However, his mercurial temper and frequent outbursts saw his playing time with the Knicks decreased during his second year, and his scoring average dropped to 5.7 points per game. Heyman parted ways with New York in 1965, and after brief stints with the Cincinnati Royals and Philadelphia 76ers, he left the NBA for the Hartford Capitols of the Eastern Professional Basketball League in 1966.[10] When the American Basketball Association formed in 1967, Heyman signed with the New Jersey Americans. He played in the ABA for the next three seasons with the Americans, Pittsburgh Pipers, Minnesota Pipers and Miami Floridians, winning a league championship with the Pittsburgh Pipers in 1968 as he averaged over 20 points a game.

Post-basketball career

Heyman retired from professional basketball in 1970 with 4,030 combined NBA/ABA points. He was inducted into the Duke Sports Hall of Fame, the Helms Sports Hall of Fame, the Jewish Sports Hall of Fame, and the Nassau High School Hall of Fame.[11][12] His Duke jersey number #25 was not retired until 1990, after years of resentment from Heyman.[13] In 1996, he opened Tracy J's Watering Hole in Manhattan, New York.[14][15]

Heyman died at age 71 on August 27, 2012 in Clermont, Florida.[13]

See also


  1. ^ David J. Goldman. Jewish Sports Stars: Athletic Heroes Past And Present. Retrieved June 12, 2013 – via Google Books.
  2. ^ []
  3. ^ Art Heyman, former Oceanside High School, Duke basketball star dies at 71 | Herald Community Newspapers |
  4. ^ a b "Featherston: The Fight – Duke University Blue Devils". February 4, 1961. Retrieved January 11, 2011.
  5. ^ "Duke's Red-hot And Blue Devil". CNN. February 27, 1961. Retrieved April 25, 2010.
  6. ^ "Duke vs. UNC Basketball 1961". YouTube. February 4, 1961. Retrieved January 11, 2011.
  7. ^ a b "Heyman, Art". Jews In Sports. June 24, 1941. Retrieved January 11, 2011.
  8. ^ Retrieved January 26, 2010. Missing or empty |title= (help)
  9. ^ Yardley, William (August 30, 2012), "Art Heyman, Star at Duke, Dies at 71", The New York Times
  10. ^ "1966-1974 Hartford Capitols". Retrieved February 26, 2017.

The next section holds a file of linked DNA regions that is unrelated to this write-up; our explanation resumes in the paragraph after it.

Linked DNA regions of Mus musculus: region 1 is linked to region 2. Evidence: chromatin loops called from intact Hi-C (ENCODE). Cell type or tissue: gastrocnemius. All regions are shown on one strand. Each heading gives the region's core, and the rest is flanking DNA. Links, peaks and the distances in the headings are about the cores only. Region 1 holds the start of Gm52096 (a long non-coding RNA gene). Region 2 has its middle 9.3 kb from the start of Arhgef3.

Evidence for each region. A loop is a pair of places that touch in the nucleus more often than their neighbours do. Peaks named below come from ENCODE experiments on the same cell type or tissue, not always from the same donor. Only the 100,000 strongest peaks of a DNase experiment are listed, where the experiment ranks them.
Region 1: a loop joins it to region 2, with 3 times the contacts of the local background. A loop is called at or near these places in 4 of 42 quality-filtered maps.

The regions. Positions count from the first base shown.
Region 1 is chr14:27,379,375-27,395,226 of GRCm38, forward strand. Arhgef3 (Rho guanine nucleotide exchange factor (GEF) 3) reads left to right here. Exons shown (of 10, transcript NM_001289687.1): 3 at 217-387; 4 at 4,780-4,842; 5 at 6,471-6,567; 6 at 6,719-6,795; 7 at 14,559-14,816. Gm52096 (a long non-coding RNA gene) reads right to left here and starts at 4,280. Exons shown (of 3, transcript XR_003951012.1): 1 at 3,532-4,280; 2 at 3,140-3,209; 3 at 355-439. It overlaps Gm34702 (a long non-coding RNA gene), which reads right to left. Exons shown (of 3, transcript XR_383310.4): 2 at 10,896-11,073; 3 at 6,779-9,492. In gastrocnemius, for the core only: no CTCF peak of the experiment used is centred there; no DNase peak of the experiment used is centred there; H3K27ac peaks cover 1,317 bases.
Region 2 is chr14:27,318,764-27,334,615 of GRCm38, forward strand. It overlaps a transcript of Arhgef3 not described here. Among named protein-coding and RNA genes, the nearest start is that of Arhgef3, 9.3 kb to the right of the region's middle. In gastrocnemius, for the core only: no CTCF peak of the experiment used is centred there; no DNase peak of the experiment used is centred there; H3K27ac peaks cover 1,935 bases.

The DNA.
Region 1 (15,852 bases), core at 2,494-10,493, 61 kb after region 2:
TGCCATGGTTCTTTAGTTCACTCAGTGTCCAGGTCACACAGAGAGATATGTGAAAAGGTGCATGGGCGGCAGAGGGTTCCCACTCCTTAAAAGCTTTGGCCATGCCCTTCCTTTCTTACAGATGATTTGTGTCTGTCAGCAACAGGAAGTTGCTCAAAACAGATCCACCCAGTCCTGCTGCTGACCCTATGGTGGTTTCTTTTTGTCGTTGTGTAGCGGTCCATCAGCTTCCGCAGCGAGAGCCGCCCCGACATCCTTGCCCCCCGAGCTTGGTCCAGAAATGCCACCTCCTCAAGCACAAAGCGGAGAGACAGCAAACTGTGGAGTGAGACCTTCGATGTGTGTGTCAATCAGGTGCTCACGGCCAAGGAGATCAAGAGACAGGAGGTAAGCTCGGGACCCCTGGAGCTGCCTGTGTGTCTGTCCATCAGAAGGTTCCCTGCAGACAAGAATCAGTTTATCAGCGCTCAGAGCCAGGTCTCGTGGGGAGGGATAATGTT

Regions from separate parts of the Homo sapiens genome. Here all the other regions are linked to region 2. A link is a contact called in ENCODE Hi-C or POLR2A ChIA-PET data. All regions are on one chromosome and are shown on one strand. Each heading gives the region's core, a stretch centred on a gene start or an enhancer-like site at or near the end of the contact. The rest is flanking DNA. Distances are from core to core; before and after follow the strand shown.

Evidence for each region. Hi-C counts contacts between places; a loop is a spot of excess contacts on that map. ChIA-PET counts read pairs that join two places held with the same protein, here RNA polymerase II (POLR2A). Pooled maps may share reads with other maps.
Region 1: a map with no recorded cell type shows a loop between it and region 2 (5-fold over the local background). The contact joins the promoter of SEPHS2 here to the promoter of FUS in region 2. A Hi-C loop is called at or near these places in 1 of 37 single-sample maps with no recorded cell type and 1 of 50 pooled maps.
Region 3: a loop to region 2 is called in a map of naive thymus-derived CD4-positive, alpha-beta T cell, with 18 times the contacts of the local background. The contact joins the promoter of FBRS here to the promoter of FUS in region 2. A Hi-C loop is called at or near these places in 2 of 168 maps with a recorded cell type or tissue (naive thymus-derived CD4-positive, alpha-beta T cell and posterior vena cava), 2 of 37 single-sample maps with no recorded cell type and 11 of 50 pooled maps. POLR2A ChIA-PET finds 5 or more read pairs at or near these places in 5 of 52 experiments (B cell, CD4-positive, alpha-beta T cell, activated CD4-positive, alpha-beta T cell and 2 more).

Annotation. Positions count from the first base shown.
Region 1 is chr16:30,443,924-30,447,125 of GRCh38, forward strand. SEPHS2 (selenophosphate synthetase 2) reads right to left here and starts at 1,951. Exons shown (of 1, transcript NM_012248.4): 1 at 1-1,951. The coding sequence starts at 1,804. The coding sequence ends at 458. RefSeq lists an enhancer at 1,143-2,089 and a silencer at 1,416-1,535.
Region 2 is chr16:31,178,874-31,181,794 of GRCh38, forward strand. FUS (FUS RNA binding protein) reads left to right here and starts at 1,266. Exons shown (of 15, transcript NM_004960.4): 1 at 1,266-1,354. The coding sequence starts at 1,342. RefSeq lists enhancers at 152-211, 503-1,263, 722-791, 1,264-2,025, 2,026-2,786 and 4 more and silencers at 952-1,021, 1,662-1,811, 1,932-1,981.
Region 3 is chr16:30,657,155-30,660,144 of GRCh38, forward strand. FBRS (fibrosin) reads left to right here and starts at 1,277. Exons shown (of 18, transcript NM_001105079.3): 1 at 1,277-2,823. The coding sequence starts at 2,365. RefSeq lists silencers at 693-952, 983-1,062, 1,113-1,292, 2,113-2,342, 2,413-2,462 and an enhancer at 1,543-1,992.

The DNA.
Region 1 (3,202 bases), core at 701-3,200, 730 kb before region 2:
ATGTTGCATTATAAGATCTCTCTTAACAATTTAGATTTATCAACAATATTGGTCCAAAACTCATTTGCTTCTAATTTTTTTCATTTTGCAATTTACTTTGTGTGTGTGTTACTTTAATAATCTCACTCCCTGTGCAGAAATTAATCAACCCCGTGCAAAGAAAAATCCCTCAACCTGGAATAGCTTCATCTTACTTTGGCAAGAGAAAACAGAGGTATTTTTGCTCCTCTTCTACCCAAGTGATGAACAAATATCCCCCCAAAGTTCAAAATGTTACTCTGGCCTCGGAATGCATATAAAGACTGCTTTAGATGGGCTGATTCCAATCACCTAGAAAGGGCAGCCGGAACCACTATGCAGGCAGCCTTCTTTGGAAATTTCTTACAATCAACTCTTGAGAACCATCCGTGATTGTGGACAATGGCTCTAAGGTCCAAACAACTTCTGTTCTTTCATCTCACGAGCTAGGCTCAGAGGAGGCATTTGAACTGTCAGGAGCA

11. ^ Art Heyman
  12. ^ Nassau High School Hall of Fame grows | Herald Community Newspapers |
  13. ^ a b "''New York Times Obituaries; Art Heyman''". Retrieved June 12, 2013.
  14. ^ "Interview with former Knick, Art Heyman". July 17, 2006.
  15. ^ "Art Heyman, Testy Basketball Star". CNN. November 15, 1999. Retrieved April 25, 2010.

External links

1961 NCAA Men's Basketball All-Americans

The consensus 1961 College Basketball All-American team, as determined by aggregating the results of seven major All-American teams. To earn "consensus" status, a player must win honors from a majority of the following teams: the Associated Press, the USBWA, The United Press International, the National Association of Basketball Coaches, the Newspaper Enterprise Association (NEA), The Sporting News, and the National Collegiate Association Bureau (NCAB). 1961 was the only year where the National Collegiate Association Bureau teams were used in determining consensus teams.

1962 NCAA Men's Basketball All-Americans

The consensus 1962 College Basketball All-American team, as determined by aggregating the results of six major All-American teams. To earn "consensus" status, a player must win honors from a majority of the following teams: the Associated Press, the USBWA, The United Press International, the National Association of Basketball Coaches, the Newspaper Enterprise Association (NEA), and The Sporting News. 1962 was the last year that The Sporting News teams were used, although they would once again be used to determine consensus teams, starting in 1998.